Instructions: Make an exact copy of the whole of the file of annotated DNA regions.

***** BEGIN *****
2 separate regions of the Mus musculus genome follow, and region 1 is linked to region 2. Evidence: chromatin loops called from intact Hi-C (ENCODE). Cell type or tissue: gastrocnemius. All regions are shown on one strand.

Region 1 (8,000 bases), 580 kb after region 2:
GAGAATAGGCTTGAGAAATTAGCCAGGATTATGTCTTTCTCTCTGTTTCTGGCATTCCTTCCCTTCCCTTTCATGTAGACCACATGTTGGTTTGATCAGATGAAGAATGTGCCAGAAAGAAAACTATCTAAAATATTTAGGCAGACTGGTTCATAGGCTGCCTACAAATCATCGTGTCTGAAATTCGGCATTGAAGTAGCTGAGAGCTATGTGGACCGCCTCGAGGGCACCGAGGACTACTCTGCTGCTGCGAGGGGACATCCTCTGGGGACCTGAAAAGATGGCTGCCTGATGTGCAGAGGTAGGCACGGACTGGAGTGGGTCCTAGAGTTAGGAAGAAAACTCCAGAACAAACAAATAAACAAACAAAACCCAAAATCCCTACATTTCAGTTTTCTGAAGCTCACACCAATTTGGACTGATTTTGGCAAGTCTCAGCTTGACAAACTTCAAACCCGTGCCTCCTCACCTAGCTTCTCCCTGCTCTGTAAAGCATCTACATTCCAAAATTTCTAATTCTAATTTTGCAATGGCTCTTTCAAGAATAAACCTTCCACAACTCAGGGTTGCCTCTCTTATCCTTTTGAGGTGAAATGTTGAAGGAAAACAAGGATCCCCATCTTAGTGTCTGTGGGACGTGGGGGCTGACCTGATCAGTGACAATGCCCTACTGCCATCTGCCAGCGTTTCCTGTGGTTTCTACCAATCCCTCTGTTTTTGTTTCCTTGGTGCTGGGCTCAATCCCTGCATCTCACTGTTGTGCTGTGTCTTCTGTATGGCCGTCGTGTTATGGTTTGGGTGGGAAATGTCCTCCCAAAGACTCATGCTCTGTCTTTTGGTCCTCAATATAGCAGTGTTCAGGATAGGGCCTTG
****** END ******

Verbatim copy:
2 separate regions of the Mus musculus genome follow, and region 1 is linked to region 2. Evidence: chromatin loops called from intact Hi-C (ENCODE). Cell type or tissue: gastrocnemius. All regions are shown on one strand.

Region 1 (8,000 bases), 580 kb after region 2:
GAGAATAGGCTTGAGAAATTAGCCAGGATTATGTCTTTCTCTCTGTTTCTGGCATTCCTTCCCTTCCCTTTCATGTAGACCACATGTTGGTTTGATCAGATGAAGAATGTGCCAGAAAGAAAACTATCTAAAATATTTAGGCAGACTGGTTCATAGGCTGCCTACAAATCATCGTGTCTGAAATTCGGCATTGAAGTAGCTGAGAGCTATGTGGACCGCCTCGAGGGCACCGAGGACTACTCTGCTGCTGCGAGGGGACATCCTCTGGGGACCTGAAAAGATGGCTGCCTGATGTGCAGAGGTAGGCACGGACTGGAGTGGGTCCTAGAGTTAGGAAGAAAACTCCAGAACAAACAAATAAACAAACAAAACCCAAAATCCCTACATTTCAGTTTTCTGAAGCTCACACCAATTTGGACTGATTTTGGCAAGTCTCAGCTTGACAAACTTCAAACCCGTGCCTCCTCACCTAGCTTCTCCCTGCTCTGTAAAGCATCTACATTCCAAAATTTCTAATTCTAATTTTGCAATGGCTCTTTCAAGAATAAACCTTCCACAACTCAGGGTTGCCTCTCTTATCCTTTTGAGGTGAAATGTTGAAGGAAAACAAGGATCCCCATCTTAGTGTCTGTGGGACGTGGGGGCTGACCTGATCAGTGACAATGCCCTACTGCCATCTGCCAGCGTTTCCTGTGGTTTCTACCAATCCCTCTGTTTTTGTTTCCTTGGTGCTGGGCTCAATCCCTGCATCTCACTGTTGTGCTGTGTCTTCTGTATGGCCGTCGTGTTATGGTTTGGGTGGGAAATGTCCTCCCAAAGACTCATGCTCTGTCTTTTGGTCCTCAATATAGCAGTGTTCAGGATAGGGCCTTG